Intravesicular pressure monitoring does not cause urinary tract infection

Intensive Care Med. 2006 Oct;32(10):1640-3. doi: 10.1007/s00134-006-0350-z. Epub 2006 Aug 29.


Objective: To determine whether intravesicular pressure monitoring using a closed system increases the risk of nosocomial urinary tract infection.

Design: Retrospective chart and database review.

Setting: Surgical/trauma intensive care units of a regional level-I trauma center.

Patients: 3108 critically ill patients of which 122 patients underwent intravesicular pressure monitoring.

Interventions: Severity-adjusted urinary tract infection rates were compared among patients with and without intravesicular pressure monitoring.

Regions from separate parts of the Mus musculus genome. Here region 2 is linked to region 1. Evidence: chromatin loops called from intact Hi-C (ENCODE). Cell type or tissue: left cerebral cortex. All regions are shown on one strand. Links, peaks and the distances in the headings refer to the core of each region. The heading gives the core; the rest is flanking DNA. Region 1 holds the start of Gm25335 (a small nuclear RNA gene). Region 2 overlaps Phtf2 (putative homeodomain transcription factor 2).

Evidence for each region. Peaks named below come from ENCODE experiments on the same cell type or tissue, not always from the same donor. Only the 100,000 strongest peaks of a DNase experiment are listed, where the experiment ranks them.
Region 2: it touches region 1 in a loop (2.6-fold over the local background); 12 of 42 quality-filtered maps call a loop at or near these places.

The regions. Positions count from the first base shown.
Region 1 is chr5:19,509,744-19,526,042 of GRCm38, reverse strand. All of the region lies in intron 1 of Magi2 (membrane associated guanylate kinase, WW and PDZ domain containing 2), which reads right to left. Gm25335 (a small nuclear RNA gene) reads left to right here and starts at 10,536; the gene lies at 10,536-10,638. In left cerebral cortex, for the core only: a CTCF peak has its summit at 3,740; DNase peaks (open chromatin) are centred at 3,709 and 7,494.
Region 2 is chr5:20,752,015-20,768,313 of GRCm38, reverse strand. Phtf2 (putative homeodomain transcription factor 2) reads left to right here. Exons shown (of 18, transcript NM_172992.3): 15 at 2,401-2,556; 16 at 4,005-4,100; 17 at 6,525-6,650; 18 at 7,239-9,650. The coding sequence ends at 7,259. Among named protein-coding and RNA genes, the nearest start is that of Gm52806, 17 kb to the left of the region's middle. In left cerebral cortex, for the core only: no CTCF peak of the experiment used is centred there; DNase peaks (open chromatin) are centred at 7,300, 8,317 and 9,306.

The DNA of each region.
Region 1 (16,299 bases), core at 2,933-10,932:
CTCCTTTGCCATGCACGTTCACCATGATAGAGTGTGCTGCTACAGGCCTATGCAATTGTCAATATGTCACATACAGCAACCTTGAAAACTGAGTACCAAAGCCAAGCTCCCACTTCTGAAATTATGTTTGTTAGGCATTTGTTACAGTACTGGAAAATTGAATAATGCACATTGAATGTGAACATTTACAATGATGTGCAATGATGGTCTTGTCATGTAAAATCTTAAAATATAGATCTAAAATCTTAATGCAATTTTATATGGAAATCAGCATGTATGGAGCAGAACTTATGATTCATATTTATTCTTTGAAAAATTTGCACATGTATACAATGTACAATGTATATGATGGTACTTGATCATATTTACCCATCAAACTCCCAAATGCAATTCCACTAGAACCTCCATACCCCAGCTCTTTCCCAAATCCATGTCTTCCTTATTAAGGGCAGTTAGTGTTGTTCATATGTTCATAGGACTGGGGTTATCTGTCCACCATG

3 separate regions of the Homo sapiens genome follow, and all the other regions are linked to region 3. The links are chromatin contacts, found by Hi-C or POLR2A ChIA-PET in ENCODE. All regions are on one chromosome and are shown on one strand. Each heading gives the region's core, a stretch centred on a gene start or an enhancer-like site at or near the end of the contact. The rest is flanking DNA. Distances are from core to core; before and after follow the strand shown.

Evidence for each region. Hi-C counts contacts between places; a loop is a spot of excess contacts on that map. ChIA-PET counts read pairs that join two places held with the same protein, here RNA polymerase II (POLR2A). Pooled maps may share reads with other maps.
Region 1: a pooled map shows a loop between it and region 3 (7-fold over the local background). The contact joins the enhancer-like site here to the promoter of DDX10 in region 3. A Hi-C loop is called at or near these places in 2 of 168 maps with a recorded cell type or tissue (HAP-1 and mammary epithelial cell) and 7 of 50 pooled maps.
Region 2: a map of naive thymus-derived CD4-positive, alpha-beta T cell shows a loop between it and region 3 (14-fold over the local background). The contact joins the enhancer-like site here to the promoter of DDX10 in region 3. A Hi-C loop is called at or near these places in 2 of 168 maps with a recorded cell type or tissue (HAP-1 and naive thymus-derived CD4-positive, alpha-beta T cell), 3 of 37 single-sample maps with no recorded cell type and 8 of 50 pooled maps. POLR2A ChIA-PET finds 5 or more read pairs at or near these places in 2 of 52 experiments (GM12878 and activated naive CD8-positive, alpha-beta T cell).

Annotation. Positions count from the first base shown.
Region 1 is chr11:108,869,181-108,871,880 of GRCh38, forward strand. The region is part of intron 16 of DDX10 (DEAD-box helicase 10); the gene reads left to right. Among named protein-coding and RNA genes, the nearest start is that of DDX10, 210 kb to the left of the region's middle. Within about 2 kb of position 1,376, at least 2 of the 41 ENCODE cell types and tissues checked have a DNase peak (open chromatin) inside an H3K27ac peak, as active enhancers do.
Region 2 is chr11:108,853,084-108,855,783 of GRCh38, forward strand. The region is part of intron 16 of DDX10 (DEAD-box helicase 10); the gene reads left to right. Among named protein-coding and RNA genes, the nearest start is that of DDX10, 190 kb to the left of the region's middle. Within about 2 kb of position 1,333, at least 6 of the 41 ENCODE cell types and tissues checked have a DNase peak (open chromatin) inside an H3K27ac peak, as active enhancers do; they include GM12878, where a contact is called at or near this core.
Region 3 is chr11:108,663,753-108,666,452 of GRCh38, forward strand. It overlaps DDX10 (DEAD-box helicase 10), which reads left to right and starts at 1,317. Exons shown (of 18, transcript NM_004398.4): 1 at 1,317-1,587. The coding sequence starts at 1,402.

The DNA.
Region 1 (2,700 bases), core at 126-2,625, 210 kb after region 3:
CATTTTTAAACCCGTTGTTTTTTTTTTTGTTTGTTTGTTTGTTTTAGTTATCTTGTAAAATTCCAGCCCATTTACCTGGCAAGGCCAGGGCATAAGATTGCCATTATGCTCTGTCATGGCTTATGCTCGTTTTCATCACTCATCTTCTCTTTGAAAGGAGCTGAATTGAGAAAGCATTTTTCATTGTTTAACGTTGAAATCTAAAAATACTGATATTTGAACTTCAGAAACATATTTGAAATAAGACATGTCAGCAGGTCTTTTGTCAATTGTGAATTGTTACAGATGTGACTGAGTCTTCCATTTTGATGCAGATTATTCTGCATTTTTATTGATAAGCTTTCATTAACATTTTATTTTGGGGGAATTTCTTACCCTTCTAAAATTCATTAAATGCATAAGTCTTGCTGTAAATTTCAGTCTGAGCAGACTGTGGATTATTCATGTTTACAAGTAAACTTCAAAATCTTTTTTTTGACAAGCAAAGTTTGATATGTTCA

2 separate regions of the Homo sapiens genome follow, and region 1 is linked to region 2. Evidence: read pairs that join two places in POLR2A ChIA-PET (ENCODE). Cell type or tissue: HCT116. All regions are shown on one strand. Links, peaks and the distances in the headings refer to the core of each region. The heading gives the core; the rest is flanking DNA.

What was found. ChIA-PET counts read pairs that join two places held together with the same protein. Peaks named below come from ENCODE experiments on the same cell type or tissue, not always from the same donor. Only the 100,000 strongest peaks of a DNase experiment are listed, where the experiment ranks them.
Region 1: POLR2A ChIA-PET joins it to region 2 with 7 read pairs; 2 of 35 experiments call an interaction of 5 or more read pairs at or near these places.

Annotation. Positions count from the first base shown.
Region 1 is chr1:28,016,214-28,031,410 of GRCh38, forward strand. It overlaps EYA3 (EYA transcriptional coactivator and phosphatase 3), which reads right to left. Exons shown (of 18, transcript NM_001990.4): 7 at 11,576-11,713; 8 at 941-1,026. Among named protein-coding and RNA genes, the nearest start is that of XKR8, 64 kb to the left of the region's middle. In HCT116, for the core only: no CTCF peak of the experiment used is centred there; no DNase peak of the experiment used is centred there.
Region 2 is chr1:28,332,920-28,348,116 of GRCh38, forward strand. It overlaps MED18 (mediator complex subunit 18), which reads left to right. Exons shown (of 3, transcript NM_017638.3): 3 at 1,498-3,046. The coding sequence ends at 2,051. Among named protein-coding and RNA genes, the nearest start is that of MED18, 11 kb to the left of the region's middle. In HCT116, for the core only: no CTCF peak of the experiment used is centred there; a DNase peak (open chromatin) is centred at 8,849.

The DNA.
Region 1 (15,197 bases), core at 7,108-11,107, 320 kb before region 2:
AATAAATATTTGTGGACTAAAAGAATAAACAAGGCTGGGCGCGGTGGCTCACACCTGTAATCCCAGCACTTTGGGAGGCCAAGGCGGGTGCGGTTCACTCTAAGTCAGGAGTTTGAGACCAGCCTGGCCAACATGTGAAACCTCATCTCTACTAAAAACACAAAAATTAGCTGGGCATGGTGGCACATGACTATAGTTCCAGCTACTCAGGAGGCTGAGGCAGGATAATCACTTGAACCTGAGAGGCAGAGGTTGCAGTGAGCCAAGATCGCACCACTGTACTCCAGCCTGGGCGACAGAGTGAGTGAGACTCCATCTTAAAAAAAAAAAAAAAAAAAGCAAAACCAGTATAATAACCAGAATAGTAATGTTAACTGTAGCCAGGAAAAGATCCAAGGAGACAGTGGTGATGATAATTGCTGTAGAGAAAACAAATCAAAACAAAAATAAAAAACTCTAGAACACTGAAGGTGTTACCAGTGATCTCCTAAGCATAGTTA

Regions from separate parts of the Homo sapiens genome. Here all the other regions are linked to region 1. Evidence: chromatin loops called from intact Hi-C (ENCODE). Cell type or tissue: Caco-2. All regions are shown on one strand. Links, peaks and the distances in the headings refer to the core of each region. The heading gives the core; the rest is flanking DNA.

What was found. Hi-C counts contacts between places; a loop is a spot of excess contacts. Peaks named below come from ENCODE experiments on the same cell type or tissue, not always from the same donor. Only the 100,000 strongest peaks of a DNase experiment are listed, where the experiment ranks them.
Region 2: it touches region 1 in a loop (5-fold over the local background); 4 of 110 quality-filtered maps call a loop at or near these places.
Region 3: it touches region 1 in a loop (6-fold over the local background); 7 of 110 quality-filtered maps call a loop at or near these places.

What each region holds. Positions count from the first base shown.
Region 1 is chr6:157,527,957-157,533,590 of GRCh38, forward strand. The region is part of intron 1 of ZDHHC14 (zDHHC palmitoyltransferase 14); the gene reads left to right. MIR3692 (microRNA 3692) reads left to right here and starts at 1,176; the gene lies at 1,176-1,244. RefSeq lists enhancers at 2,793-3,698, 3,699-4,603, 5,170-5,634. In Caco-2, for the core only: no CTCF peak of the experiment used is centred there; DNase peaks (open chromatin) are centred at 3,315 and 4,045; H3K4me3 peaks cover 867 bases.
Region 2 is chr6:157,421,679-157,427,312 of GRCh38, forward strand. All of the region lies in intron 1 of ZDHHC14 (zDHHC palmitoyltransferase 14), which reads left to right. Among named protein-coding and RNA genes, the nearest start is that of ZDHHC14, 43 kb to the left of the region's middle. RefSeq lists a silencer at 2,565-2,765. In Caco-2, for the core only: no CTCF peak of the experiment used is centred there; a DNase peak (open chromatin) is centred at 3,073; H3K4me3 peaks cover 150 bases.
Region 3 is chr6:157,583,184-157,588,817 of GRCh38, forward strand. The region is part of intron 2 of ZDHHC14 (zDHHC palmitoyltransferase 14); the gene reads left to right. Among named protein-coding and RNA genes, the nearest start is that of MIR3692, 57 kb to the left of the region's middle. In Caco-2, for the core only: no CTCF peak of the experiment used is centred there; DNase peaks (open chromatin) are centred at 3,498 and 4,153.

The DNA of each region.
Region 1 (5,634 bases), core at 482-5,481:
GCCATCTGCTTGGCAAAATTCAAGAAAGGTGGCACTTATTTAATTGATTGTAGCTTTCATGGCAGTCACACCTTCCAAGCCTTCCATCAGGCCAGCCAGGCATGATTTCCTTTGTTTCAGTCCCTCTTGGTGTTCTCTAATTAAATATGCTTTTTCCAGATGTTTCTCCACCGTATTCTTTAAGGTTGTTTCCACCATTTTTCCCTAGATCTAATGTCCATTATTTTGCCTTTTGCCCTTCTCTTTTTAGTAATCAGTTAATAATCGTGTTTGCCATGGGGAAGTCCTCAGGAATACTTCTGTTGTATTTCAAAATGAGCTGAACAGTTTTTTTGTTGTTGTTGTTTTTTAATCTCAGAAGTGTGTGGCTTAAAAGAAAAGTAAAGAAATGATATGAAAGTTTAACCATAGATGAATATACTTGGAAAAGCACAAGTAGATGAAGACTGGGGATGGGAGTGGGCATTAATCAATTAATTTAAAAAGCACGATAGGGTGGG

Measurements and results: Over a 24-month period, 122 consecutive patients had 2202 intravesicular pressure measurements performed. During 1448 urinary catheter days, 15 patients who required intravesicular pressure monitoring developed a urinary tract infection with a severity-adjusted device-related infection rate of 7.9 infections per 1000 catheter days. Of the 2986 patients who did not require such monitoring, 98 patients developed a urinary tract infection with an infection rate of 6.5 infections per 1000 catheter days (p=0.56).

Conclusions: Intravesicular pressure monitoring using the closed transducer technique is safe and does not increase the risk of urinary tract infection.

MeSH terms

  • Abdomen
  • Compartment Syndromes / physiopathology*
  • Critical Illness
  • Female
  • Humans
  • Iatrogenic Disease
  • Male
  • Middle Aged
  • Monitoring, Physiologic / adverse effects*
  • Monitoring, Physiologic / instrumentation
  • Pressure
  • Retrospective Studies
  • Risk Factors
  • Urinary Bladder / physiopathology*
  • Urinary Tract Infections / etiology*
  • Urinary Tract Infections / physiopathology